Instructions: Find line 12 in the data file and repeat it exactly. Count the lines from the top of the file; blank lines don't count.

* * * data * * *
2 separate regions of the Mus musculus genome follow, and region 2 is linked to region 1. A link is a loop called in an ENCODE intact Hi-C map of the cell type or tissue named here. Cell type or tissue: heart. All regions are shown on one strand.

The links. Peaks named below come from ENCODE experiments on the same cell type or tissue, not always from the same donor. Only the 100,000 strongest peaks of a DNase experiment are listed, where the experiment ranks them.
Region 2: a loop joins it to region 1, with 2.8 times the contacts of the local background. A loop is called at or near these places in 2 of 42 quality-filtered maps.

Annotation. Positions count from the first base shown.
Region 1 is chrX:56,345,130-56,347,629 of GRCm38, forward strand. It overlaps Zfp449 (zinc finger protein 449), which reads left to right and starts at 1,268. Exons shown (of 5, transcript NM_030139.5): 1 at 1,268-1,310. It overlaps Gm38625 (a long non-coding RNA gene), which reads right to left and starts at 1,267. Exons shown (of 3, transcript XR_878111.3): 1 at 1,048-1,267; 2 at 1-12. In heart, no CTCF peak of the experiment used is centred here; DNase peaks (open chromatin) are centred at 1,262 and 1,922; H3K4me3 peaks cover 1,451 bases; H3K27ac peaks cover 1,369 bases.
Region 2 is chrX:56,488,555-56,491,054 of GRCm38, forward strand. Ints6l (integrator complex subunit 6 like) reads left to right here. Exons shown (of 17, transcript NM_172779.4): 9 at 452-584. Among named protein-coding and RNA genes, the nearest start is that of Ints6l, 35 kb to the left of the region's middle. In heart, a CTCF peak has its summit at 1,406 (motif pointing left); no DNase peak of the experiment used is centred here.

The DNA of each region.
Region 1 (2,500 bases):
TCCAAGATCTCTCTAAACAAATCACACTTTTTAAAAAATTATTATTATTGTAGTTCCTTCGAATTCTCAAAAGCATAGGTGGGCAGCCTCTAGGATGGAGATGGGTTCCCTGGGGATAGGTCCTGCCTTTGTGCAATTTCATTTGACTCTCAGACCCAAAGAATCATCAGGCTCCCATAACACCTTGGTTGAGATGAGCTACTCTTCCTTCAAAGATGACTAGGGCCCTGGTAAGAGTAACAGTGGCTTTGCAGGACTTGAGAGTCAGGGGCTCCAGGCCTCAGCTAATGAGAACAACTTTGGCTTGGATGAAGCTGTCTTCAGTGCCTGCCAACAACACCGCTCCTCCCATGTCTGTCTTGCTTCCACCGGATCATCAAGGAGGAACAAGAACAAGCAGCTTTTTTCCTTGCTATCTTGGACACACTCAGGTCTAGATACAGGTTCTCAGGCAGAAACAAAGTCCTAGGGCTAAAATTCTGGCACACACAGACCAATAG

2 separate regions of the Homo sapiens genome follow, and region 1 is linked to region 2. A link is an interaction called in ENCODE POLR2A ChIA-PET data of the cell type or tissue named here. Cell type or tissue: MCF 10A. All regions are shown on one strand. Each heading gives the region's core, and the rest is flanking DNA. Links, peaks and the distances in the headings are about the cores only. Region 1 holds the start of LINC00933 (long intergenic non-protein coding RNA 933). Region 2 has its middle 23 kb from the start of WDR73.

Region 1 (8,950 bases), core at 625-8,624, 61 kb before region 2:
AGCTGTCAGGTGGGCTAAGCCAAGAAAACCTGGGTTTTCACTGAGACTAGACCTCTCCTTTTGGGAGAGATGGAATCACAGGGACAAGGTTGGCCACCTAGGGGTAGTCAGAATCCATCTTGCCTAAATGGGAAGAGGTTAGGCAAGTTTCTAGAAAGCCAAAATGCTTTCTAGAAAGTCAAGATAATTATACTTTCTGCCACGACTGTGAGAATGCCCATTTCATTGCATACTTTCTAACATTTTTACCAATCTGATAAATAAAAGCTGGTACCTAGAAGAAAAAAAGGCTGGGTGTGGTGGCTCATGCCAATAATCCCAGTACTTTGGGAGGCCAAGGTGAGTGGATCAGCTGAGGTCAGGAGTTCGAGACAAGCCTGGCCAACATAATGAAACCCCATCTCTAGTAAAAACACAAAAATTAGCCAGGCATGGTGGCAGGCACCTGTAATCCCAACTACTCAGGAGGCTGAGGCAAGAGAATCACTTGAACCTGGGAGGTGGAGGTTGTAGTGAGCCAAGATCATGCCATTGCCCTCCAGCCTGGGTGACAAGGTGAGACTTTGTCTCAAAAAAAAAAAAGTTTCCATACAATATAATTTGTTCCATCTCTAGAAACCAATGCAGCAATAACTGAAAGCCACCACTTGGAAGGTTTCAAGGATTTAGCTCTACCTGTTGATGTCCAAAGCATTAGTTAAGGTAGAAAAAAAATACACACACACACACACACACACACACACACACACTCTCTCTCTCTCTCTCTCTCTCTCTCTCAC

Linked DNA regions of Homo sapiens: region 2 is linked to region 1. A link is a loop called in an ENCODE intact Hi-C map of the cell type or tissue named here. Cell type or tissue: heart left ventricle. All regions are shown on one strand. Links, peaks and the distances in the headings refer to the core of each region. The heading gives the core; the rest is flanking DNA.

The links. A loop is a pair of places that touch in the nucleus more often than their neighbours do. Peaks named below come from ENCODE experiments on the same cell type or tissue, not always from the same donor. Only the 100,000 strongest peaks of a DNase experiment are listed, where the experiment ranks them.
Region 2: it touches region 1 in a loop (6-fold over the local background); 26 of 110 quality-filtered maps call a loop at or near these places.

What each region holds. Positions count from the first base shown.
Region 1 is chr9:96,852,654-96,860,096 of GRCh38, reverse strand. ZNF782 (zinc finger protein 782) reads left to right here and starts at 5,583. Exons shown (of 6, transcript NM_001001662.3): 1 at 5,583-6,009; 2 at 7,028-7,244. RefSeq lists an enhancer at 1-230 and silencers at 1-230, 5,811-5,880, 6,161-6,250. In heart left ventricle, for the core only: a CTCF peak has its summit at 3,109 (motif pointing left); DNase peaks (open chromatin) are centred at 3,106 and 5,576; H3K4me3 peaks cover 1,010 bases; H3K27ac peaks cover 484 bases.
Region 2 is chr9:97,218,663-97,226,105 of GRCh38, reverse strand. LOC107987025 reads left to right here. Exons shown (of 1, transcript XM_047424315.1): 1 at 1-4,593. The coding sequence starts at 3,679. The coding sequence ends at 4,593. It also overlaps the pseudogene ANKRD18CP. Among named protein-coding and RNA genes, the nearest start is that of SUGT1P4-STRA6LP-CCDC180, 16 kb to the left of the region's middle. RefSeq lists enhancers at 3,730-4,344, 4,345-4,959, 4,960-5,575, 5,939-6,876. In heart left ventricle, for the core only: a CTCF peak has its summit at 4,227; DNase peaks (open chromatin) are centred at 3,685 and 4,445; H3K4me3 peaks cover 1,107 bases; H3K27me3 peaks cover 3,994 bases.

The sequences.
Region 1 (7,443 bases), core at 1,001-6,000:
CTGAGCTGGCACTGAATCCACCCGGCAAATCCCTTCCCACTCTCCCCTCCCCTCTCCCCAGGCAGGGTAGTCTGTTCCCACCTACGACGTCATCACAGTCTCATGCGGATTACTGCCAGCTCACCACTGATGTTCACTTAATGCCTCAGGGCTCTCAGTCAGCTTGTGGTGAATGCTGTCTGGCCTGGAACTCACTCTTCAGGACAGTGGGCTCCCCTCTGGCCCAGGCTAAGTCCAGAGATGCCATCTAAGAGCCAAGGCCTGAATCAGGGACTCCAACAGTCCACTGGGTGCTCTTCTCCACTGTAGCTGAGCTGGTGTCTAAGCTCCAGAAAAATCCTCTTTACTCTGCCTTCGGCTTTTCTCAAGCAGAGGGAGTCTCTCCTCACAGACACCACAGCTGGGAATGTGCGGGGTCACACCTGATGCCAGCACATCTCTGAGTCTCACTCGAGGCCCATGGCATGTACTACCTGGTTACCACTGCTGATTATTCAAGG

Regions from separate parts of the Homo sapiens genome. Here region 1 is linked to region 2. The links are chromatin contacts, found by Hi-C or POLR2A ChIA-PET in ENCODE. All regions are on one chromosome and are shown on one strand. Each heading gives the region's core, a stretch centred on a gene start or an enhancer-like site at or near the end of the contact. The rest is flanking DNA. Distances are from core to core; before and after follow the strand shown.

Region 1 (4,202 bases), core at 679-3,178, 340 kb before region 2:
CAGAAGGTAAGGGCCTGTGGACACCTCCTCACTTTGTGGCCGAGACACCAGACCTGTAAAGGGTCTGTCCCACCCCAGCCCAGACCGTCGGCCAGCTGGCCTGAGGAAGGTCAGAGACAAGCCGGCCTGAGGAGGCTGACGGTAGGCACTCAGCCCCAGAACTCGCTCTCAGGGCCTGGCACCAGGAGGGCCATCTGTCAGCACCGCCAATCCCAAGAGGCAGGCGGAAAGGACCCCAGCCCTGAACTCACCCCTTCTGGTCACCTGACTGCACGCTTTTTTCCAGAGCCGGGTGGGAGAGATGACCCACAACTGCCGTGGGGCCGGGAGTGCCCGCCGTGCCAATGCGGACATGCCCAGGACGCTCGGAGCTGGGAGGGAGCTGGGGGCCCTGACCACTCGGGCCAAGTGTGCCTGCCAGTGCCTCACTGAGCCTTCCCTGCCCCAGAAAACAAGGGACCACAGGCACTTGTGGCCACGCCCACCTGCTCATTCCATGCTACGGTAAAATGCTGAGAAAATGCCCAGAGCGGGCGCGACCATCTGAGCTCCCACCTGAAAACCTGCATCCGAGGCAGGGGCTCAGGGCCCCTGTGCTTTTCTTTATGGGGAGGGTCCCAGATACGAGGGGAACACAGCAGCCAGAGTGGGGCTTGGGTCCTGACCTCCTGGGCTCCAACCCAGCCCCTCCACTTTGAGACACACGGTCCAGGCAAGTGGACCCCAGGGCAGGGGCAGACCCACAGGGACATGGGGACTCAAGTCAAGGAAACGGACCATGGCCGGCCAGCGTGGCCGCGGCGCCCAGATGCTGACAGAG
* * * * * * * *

AGCTGTCAGGTGGGCTAAGCCAAGAAAACCTGGGTTTTCACTGAGACTAGACCTCTCCTTTTGGGAGAGATGGAATCACAGGGACAAGGTTGGCCACCTAGGGGTAGTCAGAATCCATCTTGCCTAAATGGGAAGAGGTTAGGCAAGTTTCTAGAAAGCCAAAATGCTTTCTAGAAAGTCAAGATAATTATACTTTCTGCCACGACTGTGAGAATGCCCATTTCATTGCATACTTTCTAACATTTTTACCAATCTGATAAATAAAAGCTGGTACCTAGAAGAAAAAAAGGCTGGGTGTGGTGGCTCATGCCAATAATCCCAGTACTTTGGGAGGCCAAGGTGAGTGGATCAGCTGAGGTCAGGAGTTCGAGACAAGCCTGGCCAACATAATGAAACCCCATCTCTAGTAAAAACACAAAAATTAGCCAGGCATGGTGGCAGGCACCTGTAATCCCAACTACTCAGGAGGCTGAGGCAAGAGAATCACTTGAACCTGGGAGGTGGAGGTTGTAGTGAGCCAAGATCATGCCATTGCCCTCCAGCCTGGGTGACAAGGTGAGACTTTGTCTCAAAAAAAAAAAAGTTTCCATACAATATAATTTGTTCCATCTCTAGAAACCAATGCAGCAATAACTGAAAGCCACCACTTGGAAGGTTTCAAGGATTTAGCTCTACCTGTTGATGTCCAAAGCATTAGTTAAGGTAGAAAAAAAATACACACACACACACACACACACACACACACACACTCTCTCTCTCTCTCTCTCTCTCTCTCTCAC